Australia's state broadcaster has lost the contract to run an international television service in Asia, with the government saying it had not been cost-effective.
The Australian Broadcasting Corporation learned on Tuesday that its contract to run the Australia Network would be terminated this year. The decision was contained in Australia's federal budget.
"The Australia Network has failed to deliver a cost-effective vehicle for advancing Australia's broad and enduring interests in the Indo-Pacific region," Foreign Minister Julie Bishop said in a statement.
"This decision will deliver A$76.8 million [HK$557 million] over four years to repair the budget with additional savings over the lifetime of the contract."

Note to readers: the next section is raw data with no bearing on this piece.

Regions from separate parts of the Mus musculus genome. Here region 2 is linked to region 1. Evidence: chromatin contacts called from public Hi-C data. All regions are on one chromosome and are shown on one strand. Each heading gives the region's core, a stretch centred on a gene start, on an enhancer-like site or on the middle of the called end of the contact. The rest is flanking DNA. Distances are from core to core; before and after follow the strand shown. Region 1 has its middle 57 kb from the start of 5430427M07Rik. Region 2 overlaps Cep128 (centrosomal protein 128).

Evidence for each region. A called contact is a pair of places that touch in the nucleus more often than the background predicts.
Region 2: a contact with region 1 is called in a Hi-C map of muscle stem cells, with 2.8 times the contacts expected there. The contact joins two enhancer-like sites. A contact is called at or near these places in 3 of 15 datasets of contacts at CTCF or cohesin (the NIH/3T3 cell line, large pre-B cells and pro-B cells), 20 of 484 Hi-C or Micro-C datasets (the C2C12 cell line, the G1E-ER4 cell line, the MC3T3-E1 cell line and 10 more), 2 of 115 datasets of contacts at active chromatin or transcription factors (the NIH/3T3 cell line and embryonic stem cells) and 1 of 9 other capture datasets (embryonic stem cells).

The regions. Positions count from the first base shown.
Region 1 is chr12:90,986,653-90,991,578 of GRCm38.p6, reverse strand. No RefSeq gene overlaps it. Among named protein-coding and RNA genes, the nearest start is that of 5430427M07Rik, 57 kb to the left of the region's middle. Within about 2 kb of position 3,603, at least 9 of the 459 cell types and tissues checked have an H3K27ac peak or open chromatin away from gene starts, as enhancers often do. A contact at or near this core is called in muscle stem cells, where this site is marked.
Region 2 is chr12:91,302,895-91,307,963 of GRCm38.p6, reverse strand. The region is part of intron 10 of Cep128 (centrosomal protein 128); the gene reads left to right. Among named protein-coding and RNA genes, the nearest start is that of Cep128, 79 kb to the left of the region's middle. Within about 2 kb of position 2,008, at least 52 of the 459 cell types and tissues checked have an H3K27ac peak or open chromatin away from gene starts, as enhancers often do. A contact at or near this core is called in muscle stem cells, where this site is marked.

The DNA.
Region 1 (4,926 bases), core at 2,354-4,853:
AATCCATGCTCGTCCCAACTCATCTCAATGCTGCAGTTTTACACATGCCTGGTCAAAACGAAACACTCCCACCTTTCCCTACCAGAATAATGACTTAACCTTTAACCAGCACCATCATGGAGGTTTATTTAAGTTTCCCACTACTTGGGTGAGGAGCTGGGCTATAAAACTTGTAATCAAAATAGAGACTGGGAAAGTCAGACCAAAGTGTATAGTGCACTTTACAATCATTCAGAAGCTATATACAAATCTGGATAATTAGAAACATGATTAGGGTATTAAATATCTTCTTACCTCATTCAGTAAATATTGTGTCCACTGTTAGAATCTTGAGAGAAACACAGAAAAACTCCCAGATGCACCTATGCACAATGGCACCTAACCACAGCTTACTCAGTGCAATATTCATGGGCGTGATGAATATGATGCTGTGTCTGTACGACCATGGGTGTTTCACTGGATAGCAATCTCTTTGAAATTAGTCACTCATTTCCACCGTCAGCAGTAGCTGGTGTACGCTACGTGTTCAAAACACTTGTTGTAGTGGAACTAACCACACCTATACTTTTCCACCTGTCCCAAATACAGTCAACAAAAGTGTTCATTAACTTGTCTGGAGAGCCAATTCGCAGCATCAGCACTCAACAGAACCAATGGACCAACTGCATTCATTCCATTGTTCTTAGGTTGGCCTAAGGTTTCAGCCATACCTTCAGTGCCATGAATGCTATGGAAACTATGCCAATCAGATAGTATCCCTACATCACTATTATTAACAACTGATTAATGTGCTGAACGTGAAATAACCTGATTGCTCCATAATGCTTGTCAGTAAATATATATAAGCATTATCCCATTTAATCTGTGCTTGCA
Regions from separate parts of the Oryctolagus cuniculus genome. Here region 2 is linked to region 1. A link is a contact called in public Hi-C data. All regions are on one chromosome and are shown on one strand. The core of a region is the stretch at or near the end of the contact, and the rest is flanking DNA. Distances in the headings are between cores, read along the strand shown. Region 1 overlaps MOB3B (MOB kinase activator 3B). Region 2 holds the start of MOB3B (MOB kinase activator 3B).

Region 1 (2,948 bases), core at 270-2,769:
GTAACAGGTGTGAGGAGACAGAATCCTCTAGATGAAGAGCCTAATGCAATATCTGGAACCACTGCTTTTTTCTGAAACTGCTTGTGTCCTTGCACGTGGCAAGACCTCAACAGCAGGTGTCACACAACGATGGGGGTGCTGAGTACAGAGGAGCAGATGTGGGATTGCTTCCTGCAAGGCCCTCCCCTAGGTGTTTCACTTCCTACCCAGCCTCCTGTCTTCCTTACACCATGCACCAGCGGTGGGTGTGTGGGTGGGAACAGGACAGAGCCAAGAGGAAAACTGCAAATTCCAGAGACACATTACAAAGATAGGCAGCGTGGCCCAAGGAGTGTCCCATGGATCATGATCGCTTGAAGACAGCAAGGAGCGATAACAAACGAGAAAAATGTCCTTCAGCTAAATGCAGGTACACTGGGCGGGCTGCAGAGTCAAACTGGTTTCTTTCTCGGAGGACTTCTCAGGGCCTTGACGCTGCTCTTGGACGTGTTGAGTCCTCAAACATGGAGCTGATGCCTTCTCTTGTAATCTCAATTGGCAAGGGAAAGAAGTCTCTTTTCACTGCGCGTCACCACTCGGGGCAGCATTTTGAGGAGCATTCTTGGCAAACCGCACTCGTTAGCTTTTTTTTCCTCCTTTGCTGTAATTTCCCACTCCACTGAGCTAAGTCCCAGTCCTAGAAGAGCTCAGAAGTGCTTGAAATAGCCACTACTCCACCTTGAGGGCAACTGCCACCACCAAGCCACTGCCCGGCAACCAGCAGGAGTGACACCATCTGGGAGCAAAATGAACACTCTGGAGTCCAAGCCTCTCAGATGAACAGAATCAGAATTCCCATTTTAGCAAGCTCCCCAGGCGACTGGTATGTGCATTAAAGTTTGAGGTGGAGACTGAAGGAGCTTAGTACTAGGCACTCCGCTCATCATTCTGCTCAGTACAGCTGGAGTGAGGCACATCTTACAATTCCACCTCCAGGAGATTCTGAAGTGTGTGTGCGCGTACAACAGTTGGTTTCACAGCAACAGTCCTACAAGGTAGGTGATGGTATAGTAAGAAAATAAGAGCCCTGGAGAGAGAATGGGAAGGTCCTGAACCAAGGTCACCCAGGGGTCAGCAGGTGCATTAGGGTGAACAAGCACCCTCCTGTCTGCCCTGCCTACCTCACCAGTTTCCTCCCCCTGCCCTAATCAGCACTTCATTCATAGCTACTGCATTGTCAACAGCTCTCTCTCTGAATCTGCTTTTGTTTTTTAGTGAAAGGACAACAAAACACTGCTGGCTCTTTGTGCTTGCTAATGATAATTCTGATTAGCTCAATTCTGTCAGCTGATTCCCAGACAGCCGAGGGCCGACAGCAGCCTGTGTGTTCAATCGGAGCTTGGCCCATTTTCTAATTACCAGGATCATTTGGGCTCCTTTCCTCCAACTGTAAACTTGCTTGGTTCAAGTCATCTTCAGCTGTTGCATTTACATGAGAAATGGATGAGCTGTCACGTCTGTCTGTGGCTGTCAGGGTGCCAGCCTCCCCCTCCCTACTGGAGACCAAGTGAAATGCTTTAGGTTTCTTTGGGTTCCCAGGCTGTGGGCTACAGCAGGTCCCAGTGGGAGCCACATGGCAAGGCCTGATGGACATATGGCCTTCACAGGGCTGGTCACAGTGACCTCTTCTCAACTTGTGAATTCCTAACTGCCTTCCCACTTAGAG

The Australia Network is a government-funded overseas broadcasting service established to pursue foreign and trade policy objectives, including promoting Canberra's engagement in the Asia-Pacific and Indian subcontinent.
Provided by the ABC since 2001, the service is free-to-air and broadcasts a mix of news and current affairs, English-language education programmes, documentaries, drama, sports and children's shows.
The previous Labor government awarded the ABC a 10-year, A$223 million contract after a bungled tender in which confidential information was leaked to the media, prompting the bid process to be aborted.
Rival Sky News was later compensated over the incident.